• CO2

21
Special Names of Compounds Acids and Bases
  • Acids that are two elements are named
    Hydro-nonmetal ic Acid such as
  • HCl hydrochloric acid
  • Group -ate becomes ic and -ite becomes ous.
  • H2SO3 sulfurous acid
  • H2SO4 sulfuric acid
  • Bases end in the hydroxide anion OH-
  • They are named with the metal and hydroxide.
  • NaOH is sodium hydroxide

22
15 An advertisement claims that patients can be
cured of the common cold in 48 hours by vitamin C
tablets with secret mineral supplements. In a
scientific experiment to test these claims, which
data can be considered irrelevant? A The amount
of vitamin C in each tablet B The severity of the
patients cold symptoms C The chemical formula
for vitamin C D The amount of time before
symptoms improve
23
What doesnt matter to the test?
  • A The amount of vitamin C in each tablet
  • This should be a controlled variable!
  • B The severity of the patients cold symptoms
  • This would be very hard to control, but a large
    experimental group should allow for differences
  • C The chemical formula for vitamin C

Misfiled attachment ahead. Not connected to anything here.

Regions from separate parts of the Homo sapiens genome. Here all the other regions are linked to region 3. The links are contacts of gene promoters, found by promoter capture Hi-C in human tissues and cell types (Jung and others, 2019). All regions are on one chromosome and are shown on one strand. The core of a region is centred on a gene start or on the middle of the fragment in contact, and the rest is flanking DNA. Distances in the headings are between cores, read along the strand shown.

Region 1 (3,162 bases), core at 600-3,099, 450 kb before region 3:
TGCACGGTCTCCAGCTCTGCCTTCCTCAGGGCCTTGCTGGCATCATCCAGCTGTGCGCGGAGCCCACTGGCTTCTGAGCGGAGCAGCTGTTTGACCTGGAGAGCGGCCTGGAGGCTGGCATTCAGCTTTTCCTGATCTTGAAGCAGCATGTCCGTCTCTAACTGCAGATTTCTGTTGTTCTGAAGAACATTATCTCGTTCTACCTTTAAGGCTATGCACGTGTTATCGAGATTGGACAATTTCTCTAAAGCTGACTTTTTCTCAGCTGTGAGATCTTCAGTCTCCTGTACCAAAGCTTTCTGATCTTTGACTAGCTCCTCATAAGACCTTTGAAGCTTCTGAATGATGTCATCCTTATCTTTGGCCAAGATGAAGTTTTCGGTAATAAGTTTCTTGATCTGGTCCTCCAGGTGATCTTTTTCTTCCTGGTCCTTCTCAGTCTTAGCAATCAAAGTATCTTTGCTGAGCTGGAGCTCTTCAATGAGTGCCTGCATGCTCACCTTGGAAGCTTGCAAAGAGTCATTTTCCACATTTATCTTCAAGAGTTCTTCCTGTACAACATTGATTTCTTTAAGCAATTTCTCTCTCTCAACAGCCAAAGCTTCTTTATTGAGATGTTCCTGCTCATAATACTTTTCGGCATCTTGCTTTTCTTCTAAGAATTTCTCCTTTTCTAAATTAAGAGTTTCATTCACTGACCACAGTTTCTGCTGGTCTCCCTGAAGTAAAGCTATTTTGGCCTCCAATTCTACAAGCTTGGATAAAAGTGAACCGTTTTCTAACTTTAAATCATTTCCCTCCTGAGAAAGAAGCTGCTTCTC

• Compound formulas NEVER change so this is our
    answer it is irrelevant!!!
  • D The amount of time before symptoms improve
  • This is what we are testing, it is most relevant.

24
Changes in Matter Physical or Chemical?
  • Physical changes are changes in the state of
    matter. They do not change the substance.
    (Melting, boiling, condensing, freezing, cutting)
  • Chemical changes are reactions that result in new
    products with new properties.

25
Changes in Matter Physical, Chemical or
Nuclear?
  • Physical changes do not change the substance.
    The state of the matter may change, but it keeps
    its own properties.
  • Cutting a piece of wood does not change the wood,
    it is simply smaller.
  • Chemical changes are also called chemical
    reactions.
  • When a different substance is produced than what
    was present at the start, a chemical change has
    occurred.

26
Nuclear Changes Fission and Fusion
  • Fusion occurs when the nucleus of one atom is
    joined by the nucleus of another.
  • This is the reaction that occurs on the sun and
    stars.
  • It produces extreme energy release.
  • Fission occurs when the nucleus of an atom ejects
    particles and energy when hit by a subatomic
    particle such as a neutron.